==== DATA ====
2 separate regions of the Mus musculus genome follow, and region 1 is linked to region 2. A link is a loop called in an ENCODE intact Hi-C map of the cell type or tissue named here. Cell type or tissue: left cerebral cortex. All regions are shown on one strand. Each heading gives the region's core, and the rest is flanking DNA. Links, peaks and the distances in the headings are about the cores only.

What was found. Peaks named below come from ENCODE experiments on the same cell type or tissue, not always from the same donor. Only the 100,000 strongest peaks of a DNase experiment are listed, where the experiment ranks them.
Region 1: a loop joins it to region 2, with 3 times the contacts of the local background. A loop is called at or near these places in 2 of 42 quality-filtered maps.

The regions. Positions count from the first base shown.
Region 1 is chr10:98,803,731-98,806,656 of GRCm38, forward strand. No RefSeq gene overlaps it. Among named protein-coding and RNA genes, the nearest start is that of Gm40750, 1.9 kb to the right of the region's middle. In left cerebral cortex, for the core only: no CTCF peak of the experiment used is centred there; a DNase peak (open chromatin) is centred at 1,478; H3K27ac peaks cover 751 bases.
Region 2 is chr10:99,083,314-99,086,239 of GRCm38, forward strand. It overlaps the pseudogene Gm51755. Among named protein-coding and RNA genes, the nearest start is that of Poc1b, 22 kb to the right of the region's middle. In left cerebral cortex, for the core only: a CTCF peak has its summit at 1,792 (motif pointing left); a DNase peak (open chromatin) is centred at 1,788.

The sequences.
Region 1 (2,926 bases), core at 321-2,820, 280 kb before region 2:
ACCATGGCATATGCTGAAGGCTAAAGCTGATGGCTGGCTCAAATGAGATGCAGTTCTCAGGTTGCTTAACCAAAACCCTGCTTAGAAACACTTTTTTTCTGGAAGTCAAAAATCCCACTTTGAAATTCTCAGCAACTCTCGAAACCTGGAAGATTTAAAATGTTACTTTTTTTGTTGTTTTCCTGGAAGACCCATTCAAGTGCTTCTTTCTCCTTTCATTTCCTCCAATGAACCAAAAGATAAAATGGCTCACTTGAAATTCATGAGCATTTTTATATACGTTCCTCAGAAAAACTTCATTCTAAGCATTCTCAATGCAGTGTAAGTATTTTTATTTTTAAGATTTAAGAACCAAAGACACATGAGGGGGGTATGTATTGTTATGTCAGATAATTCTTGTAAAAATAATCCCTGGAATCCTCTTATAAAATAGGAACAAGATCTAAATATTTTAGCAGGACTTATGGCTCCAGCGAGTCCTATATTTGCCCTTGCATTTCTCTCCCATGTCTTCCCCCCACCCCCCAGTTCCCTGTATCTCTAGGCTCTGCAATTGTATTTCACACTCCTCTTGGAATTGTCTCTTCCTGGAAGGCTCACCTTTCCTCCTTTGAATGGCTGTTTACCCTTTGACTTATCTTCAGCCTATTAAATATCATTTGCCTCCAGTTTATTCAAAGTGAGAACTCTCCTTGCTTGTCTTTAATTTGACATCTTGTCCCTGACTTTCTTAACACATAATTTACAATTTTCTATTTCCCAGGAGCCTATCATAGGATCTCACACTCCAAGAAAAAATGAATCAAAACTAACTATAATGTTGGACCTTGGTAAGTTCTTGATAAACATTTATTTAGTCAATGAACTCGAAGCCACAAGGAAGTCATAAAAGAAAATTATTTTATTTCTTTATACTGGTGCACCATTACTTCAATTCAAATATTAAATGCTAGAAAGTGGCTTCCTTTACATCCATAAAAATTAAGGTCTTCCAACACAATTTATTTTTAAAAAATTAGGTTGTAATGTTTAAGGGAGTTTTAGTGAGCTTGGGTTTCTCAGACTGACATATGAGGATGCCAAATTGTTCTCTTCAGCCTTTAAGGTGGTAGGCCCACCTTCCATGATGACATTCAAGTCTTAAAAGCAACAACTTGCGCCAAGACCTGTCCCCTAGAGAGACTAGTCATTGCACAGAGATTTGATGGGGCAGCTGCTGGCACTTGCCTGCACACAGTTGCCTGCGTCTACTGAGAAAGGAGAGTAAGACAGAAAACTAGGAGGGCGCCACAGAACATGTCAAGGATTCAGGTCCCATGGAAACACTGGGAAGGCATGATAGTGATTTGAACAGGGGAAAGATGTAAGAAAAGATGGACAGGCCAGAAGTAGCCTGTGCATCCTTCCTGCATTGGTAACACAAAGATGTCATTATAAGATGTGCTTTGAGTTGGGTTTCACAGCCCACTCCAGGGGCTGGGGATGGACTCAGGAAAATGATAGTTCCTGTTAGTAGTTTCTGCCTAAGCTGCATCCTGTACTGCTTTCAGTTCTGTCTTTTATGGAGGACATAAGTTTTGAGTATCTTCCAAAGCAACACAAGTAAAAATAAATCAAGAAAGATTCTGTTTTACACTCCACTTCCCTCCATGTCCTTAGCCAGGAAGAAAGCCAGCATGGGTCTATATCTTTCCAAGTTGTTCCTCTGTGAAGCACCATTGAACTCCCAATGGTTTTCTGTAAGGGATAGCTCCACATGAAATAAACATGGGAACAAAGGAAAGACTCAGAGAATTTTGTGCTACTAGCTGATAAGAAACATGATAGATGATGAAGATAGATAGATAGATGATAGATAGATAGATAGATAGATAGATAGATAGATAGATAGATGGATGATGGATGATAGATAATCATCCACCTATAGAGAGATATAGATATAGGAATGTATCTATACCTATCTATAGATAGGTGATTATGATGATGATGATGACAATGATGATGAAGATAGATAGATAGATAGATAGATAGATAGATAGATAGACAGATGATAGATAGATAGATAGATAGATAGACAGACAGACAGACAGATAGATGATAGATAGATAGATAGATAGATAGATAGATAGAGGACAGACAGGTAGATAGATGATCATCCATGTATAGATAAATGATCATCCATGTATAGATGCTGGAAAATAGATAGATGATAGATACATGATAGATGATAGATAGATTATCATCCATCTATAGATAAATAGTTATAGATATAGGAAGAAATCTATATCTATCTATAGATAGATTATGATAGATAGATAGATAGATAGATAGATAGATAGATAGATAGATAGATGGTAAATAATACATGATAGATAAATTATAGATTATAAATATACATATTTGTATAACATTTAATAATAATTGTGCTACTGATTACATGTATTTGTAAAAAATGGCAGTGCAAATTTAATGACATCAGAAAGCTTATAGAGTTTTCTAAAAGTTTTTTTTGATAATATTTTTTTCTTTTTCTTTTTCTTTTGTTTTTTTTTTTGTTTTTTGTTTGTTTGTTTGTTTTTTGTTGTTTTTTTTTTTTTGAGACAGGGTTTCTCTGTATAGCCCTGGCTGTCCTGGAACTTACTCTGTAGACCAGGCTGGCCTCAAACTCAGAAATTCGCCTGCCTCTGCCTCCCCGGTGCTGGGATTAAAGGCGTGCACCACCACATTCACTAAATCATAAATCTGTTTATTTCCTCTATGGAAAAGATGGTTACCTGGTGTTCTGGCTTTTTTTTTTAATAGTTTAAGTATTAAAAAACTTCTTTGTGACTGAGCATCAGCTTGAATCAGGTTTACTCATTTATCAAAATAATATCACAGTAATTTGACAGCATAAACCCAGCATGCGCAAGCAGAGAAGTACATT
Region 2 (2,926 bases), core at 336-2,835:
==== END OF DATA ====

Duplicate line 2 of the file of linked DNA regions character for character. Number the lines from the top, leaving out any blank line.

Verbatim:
What was found. Peaks named below come from ENCODE experiments on the same cell type or tissue, not always from the same donor. Only the 100,000 strongest peaks of a DNase experiment are listed, where the experiment ranks them.